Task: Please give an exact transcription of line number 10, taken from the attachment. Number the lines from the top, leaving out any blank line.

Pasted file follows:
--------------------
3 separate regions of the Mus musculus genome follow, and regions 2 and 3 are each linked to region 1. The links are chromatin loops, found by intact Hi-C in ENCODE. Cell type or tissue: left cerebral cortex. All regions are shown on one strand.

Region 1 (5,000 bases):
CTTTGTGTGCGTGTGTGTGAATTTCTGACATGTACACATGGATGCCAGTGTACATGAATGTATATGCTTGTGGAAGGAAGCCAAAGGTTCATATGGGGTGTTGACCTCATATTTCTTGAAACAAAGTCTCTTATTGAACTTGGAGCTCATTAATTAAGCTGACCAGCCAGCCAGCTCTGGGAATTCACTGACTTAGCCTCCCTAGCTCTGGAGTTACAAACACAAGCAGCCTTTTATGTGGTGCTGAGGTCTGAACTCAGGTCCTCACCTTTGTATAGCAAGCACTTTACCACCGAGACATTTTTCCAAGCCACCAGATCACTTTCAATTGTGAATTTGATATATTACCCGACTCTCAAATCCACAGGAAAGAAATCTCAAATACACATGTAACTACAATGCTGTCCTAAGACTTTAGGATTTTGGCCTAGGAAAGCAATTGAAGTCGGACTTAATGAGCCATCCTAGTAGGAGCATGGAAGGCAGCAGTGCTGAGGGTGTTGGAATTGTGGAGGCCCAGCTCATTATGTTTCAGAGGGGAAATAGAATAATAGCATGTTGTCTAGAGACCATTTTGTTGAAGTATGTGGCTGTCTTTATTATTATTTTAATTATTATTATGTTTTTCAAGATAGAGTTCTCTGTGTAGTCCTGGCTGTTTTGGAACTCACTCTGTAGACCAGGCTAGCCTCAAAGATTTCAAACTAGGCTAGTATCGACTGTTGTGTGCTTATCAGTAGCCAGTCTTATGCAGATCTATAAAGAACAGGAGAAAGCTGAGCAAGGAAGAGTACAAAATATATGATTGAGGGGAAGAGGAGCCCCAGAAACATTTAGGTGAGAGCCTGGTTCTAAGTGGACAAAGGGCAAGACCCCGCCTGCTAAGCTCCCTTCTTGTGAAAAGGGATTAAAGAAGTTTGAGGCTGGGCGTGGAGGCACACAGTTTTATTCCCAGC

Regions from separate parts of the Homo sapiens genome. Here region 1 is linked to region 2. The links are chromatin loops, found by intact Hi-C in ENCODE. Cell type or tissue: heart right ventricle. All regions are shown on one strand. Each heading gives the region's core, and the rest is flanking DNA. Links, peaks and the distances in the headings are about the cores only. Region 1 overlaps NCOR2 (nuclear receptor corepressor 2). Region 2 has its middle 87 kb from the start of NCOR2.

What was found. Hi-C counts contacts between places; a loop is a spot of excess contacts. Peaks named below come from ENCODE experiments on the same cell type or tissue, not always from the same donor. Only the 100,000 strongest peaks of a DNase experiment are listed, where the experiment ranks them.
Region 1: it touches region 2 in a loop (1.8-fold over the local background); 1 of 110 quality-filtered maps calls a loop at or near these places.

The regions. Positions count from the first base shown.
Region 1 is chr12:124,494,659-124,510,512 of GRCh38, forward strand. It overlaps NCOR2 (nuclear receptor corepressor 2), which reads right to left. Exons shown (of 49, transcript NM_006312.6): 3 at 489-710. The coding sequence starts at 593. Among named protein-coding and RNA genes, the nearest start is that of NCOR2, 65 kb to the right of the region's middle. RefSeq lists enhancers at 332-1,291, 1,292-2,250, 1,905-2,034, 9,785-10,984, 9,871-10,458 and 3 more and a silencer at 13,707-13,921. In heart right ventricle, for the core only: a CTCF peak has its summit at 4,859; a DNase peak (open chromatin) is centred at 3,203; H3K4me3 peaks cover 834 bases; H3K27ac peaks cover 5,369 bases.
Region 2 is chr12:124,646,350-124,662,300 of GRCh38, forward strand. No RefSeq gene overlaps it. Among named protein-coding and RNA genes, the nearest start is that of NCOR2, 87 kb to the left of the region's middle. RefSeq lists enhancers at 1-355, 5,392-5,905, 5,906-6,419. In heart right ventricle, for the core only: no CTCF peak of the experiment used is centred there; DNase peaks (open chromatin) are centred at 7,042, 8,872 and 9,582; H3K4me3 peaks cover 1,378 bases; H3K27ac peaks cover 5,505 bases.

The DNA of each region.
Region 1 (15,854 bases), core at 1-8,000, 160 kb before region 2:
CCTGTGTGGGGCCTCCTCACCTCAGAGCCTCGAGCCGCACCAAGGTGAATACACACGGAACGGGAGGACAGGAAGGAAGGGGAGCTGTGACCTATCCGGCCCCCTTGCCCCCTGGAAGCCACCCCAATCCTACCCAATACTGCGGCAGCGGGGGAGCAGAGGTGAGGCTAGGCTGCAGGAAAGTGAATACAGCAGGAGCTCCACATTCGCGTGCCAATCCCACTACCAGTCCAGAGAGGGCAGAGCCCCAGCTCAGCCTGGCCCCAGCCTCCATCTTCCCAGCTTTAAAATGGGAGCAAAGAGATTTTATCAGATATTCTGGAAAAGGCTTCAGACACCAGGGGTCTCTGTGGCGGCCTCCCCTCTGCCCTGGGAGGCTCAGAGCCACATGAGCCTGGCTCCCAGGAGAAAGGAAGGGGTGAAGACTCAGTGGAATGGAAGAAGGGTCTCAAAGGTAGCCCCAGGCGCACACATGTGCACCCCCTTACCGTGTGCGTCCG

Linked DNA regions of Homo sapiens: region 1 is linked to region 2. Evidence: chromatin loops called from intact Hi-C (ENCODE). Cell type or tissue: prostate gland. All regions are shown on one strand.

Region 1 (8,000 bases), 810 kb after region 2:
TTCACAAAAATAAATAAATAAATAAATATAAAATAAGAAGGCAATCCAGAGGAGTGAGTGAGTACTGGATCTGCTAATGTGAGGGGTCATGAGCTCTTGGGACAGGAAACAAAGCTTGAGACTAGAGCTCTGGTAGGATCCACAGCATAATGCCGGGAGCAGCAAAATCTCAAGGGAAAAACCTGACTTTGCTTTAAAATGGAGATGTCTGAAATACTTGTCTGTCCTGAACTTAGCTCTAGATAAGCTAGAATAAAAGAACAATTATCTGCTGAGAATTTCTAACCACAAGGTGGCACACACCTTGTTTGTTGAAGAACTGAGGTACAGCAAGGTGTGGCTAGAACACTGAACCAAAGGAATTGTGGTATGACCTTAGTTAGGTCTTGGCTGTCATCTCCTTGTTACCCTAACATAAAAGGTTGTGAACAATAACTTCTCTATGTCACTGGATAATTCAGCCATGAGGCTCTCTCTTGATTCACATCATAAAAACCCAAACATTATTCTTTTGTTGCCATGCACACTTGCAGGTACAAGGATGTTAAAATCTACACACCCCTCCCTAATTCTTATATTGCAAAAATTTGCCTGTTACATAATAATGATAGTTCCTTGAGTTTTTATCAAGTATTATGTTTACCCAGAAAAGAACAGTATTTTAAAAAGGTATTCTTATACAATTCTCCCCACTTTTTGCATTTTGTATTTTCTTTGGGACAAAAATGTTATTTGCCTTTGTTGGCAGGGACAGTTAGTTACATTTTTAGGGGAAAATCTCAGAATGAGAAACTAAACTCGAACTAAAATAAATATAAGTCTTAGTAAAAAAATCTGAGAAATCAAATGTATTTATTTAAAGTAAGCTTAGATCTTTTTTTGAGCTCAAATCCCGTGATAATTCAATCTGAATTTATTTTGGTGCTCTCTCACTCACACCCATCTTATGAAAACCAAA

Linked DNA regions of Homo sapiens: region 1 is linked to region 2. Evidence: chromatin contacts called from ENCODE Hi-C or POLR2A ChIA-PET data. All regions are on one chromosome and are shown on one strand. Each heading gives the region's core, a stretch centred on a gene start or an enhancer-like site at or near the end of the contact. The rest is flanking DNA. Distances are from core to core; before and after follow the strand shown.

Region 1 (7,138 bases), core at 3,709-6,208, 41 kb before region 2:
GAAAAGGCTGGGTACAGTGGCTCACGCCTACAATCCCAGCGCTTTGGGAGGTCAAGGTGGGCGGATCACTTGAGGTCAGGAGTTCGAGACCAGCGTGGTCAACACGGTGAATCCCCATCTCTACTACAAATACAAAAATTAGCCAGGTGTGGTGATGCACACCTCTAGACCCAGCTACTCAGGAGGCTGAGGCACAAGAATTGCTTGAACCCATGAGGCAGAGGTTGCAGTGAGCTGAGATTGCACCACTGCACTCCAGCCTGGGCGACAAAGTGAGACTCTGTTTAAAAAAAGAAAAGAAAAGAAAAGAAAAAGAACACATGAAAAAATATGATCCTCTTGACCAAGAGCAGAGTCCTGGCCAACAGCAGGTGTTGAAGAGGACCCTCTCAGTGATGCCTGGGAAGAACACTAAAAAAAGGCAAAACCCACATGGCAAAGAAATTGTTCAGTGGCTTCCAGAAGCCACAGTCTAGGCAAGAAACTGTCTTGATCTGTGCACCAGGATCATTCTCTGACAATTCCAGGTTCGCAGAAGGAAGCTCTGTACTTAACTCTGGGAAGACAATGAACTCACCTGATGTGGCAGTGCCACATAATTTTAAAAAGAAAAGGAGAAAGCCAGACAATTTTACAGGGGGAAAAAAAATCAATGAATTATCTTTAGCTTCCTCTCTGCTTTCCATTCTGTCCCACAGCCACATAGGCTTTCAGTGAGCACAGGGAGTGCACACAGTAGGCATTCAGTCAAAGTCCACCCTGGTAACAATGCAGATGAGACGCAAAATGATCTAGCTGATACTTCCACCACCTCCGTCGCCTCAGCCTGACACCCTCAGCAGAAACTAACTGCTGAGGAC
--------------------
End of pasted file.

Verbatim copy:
The DNA of each region.